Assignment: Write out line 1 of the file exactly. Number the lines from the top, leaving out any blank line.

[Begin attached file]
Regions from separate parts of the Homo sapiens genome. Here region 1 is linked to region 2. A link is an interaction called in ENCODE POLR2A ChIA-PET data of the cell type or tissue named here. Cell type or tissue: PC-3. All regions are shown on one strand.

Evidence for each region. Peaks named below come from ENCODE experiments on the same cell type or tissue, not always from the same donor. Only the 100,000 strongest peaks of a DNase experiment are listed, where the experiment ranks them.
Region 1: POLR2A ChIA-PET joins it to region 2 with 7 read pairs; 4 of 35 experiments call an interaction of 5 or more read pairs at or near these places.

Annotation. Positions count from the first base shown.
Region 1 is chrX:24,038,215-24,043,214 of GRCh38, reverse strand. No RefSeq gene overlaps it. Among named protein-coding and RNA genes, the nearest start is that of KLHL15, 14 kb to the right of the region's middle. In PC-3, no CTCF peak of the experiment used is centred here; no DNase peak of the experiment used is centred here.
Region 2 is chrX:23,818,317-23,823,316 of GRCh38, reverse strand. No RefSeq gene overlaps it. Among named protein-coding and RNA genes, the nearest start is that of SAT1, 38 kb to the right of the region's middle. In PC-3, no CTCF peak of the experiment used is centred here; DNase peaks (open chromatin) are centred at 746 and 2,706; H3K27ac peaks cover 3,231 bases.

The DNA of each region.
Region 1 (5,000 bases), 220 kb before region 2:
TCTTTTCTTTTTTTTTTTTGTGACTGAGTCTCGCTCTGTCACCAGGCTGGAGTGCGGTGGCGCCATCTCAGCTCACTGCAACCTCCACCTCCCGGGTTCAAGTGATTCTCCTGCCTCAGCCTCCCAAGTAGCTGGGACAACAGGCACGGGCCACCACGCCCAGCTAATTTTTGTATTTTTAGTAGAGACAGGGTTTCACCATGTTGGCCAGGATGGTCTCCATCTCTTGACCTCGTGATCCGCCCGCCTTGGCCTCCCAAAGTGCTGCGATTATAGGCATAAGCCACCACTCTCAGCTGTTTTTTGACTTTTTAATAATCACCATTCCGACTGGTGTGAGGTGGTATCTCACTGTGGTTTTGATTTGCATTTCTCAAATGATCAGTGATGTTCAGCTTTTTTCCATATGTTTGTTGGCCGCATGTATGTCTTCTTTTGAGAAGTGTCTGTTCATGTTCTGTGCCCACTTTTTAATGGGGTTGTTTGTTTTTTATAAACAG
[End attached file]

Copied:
Regions from separate parts of the Homo sapiens genome. Here region 1 is linked to region 2. A link is an interaction called in ENCODE POLR2A ChIA-PET data of the cell type or tissue named here. Cell type or tissue: PC-3. All regions are shown on one strand.